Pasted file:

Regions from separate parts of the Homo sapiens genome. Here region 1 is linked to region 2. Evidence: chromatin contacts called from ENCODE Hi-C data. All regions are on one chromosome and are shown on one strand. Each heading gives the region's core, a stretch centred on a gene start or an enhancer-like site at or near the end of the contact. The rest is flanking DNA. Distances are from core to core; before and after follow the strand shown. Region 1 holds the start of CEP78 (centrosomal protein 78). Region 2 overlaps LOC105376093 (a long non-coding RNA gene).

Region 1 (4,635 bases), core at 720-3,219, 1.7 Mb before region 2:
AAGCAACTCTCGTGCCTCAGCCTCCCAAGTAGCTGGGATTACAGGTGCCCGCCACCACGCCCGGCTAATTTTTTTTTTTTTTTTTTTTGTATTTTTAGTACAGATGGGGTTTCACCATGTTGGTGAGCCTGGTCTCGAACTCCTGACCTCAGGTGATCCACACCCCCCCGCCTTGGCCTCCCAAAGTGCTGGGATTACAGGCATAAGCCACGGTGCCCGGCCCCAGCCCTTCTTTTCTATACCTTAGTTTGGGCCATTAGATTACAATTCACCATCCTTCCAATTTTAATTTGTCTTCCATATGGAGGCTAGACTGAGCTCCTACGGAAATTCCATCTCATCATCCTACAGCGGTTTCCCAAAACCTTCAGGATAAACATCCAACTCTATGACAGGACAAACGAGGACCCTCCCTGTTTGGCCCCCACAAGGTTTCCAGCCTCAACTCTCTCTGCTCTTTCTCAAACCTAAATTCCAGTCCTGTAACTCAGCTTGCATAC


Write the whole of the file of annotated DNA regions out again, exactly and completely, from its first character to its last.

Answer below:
Regions from separate parts of the Homo sapiens genome. Here region 1 is linked to region 2. Evidence: chromatin contacts called from ENCODE Hi-C data. All regions are on one chromosome and are shown on one strand. Each heading gives the region's core, a stretch centred on a gene start or an enhancer-like site at or near the end of the contact. The rest is flanking DNA. Distances are from core to core; before and after follow the strand shown. Region 1 holds the start of CEP78 (centrosomal protein 78). Region 2 overlaps LOC105376093 (a long non-coding RNA gene).

Region 1 (4,635 bases), core at 720-3,219, 1.7 Mb before region 2:
AAGCAACTCTCGTGCCTCAGCCTCCCAAGTAGCTGGGATTACAGGTGCCCGCCACCACGCCCGGCTAATTTTTTTTTTTTTTTTTTTTGTATTTTTAGTACAGATGGGGTTTCACCATGTTGGTGAGCCTGGTCTCGAACTCCTGACCTCAGGTGATCCACACCCCCCCGCCTTGGCCTCCCAAAGTGCTGGGATTACAGGCATAAGCCACGGTGCCCGGCCCCAGCCCTTCTTTTCTATACCTTAGTTTGGGCCATTAGATTACAATTCACCATCCTTCCAATTTTAATTTGTCTTCCATATGGAGGCTAGACTGAGCTCCTACGGAAATTCCATCTCATCATCCTACAGCGGTTTCCCAAAACCTTCAGGATAAACATCCAACTCTATGACAGGACAAACGAGGACCCTCCCTGTTTGGCCCCCACAAGGTTTCCAGCCTCAACTCTCTCTGCTCTTTCTCAAACCTAAATTCCAGTCCTGTAACTCAGCTTGCATAC